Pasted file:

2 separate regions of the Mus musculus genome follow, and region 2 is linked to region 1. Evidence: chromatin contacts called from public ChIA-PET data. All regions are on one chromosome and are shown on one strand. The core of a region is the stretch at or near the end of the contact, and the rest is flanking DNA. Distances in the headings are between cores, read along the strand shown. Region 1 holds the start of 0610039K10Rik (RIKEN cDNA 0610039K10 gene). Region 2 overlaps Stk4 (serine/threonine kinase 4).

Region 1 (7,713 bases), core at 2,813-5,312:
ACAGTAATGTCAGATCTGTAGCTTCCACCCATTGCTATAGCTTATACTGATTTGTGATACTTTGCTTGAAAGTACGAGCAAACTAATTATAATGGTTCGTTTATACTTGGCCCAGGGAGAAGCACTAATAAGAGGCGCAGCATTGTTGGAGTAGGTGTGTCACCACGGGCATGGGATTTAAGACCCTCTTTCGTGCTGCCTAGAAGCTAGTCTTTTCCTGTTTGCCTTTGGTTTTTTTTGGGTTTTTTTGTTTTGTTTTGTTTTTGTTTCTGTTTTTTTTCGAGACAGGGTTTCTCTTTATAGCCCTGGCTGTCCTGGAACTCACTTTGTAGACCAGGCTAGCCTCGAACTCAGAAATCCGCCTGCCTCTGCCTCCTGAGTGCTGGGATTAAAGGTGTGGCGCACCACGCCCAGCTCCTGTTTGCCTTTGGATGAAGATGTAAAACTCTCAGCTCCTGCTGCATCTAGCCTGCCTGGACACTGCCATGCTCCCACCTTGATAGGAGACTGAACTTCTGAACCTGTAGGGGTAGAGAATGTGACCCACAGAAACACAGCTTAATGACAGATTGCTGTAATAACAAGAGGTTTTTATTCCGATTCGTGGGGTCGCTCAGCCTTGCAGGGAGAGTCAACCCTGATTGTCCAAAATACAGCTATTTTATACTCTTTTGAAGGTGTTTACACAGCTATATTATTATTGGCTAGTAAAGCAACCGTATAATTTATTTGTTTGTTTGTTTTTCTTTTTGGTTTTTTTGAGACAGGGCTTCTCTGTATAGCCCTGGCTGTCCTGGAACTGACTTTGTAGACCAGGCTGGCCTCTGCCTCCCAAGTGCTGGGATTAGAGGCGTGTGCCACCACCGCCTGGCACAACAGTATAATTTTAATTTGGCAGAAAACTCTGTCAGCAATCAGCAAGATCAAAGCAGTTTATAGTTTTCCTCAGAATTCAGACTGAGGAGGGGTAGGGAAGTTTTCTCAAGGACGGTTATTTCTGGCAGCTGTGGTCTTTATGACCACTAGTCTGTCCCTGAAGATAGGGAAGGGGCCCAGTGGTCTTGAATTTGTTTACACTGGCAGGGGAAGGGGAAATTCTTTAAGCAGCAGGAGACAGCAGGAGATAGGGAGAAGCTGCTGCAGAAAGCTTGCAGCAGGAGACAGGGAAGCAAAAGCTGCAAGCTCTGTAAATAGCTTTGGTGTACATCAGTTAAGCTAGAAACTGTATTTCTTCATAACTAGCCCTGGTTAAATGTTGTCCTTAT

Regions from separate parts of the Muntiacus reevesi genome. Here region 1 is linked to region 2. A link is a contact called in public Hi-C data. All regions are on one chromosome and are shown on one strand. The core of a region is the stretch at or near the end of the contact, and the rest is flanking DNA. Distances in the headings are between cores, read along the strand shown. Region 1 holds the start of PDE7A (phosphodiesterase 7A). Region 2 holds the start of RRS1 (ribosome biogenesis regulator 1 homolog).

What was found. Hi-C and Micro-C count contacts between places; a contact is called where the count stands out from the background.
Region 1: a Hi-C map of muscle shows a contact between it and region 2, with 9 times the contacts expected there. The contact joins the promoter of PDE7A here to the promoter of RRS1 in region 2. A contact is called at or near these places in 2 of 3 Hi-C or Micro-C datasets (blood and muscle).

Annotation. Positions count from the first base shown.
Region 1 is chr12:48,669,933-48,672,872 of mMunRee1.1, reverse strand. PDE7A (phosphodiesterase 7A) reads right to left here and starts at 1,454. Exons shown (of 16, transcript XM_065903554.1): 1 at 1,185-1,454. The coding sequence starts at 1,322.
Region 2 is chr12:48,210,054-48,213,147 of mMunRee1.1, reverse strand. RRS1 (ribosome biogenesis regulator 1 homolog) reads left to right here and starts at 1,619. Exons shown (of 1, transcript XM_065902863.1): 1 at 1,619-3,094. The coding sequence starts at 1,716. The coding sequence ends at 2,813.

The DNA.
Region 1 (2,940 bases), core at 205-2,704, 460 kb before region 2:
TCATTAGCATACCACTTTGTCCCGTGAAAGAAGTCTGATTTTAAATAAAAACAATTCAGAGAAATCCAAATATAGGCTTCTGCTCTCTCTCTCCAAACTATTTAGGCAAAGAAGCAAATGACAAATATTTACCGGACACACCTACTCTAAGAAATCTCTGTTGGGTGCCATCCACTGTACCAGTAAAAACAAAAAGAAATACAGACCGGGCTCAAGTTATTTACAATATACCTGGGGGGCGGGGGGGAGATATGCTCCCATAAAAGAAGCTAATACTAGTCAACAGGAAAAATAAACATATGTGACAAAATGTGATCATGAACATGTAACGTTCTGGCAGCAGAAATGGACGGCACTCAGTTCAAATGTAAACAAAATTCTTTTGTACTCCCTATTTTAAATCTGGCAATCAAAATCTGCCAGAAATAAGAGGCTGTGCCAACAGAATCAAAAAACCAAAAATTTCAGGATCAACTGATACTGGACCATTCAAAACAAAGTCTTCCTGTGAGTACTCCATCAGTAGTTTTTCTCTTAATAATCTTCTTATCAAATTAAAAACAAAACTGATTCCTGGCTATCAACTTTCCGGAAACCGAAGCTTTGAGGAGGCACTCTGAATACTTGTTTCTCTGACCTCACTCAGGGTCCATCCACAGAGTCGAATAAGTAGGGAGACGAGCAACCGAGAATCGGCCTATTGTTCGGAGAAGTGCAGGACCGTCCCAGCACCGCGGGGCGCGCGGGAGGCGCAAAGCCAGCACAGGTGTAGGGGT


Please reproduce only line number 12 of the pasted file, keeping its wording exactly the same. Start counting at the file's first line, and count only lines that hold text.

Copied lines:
TCATTAGCATACCACTTTGTCCCGTGAAAGAAGTCTGATTTTAAATAAAAACAATTCAGAGAAATCCAAATATAGGCTTCTGCTCTCTCTCTCCAAACTATTTAGGCAAAGAAGCAAATGACAAATATTTACCGGACACACCTACTCTAAGAAATCTCTGTTGGGTGCCATCCACTGTACCAGTAAAAACAAAAAGAAATACAGACCGGGCTCAAGTTATTTACAATATACCTGGGGGGCGGGGGGGAGATATGCTCCCATAAAAGAAGCTAATACTAGTCAACAGGAAAAATAAACATATGTGACAAAATGTGATCATGAACATGTAACGTTCTGGCAGCAGAAATGGACGGCACTCAGTTCAAATGTAAACAAAATTCTTTTGTACTCCCTATTTTAAATCTGGCAATCAAAATCTGCCAGAAATAAGAGGCTGTGCCAACAGAATCAAAAAACCAAAAATTTCAGGATCAACTGATACTGGACCATTCAAAACAAAGTCTTCCTGTGAGTACTCCATCAGTAGTTTTTCTCTTAATAATCTTCTTATCAAATTAAAAACAAAACTGATTCCTGGCTATCAACTTTCCGGAAACCGAAGCTTTGAGGAGGCACTCTGAATACTTGTTTCTCTGACCTCACTCAGGGTCCATCCACAGAGTCGAATAAGTAGGGAGACGAGCAACCGAGAATCGGCCTATTGTTCGGAGAAGTGCAGGACCGTCCCAGCACCGCGGGGCGCGCGGGAGGCGCAAAGCCAGCACAGGTGTAGGGGT